Blurt-Modify that Game
Blurt is my absolute favorite game to use in therapy. I have actually worn out 2 game boards over the years. We play it a lot at home too.The
Original Rules:Blurt is advertised as a “Game of Word Racing”. The general idea is to be the first to Blurt out the correct answer after a general description. Players take turns reading the descriptions or one person becomes reader. To start someone rolls the dice. The number on the die determines which description to read and how many spaces the first person to Blurt out the answer will move. The player who moves their piece around the board first is the winner.
Skills Targeted: Word Retrieval, Pragmatic skills, Auditory Comprehension
Modified Way to Play:
- I take control of the dice just to save time
- When working with a group I am usually the only one read the description unless I have the older kids working in teams.
- Since my students often have difficulty coming up with the correct answers quickly I play several rounds of individual Blurt to get them moving around the board.
- Then I throw in a few “True Blurt” rounds just to add a little variety and excitement to the game. This means we play Blurt using the original rules to the game. Obviously, I am very careful to make sure that none of the students will feel bad or get upset if they are not successful. If I note this happening I switch quickly back to individual Blurt.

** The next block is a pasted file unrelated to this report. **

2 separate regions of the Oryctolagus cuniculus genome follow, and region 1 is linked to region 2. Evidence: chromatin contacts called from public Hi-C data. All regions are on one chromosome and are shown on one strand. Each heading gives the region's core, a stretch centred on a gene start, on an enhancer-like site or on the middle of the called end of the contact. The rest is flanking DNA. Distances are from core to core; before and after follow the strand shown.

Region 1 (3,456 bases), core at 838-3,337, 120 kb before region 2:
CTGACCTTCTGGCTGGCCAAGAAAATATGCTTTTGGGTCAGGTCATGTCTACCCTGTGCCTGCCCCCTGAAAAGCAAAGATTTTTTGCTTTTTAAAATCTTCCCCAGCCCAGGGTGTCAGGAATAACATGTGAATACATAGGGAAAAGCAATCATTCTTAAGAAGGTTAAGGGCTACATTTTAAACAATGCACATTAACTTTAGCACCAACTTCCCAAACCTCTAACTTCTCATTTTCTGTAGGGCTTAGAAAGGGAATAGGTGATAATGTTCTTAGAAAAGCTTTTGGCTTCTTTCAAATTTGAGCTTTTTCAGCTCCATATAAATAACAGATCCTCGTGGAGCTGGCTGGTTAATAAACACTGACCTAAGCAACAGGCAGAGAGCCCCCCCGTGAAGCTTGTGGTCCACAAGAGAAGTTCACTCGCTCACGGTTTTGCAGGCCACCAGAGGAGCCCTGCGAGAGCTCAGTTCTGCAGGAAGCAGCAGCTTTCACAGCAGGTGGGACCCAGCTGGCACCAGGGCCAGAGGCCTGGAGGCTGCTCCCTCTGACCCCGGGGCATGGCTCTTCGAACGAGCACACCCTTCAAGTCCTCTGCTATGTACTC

- I only choose descriptions that I feel the student has a reasonable chance of getting correct and may go through several cards in the process.
- Depending on the abilities of the student, I may rephrase or repeat the description, emphasize specific words or give an additional clue.
- If I only have one student with me, we will take turns reading the descriptions to each other. This is still fun and targets individual needs.
- If the student has difficulty reading the descriptions, I instruct them to cover the answer with their thumb and show it to me.
- Sometimes I will use the cards without the game board as a quick word retrieval activity.
I try to make sure the kids are laughing and having fun. Everyone gets lots of turns when we play Blurt and lots of chances to work on their specific needs. You can pace Blurt to move quickly or slow it down for students who need it. Blurt comes with two sets of question cards, a junior version targeting the 7-9 age group and an version recommended for 10-adult. This makes it extremely versatile with middle school aged language groups where the abilities of the students often vary.
Junior VersionA large, round fruit with a thick, orange rind, used for making pies and jack-o-lanterns.A place with runways where aircraft can land and take off.Someone who cuts and sell meat.Older VersionA long plank balanced on a support in the middle.Someone who makes things out of iron, such as horseshoes.To learn by heart.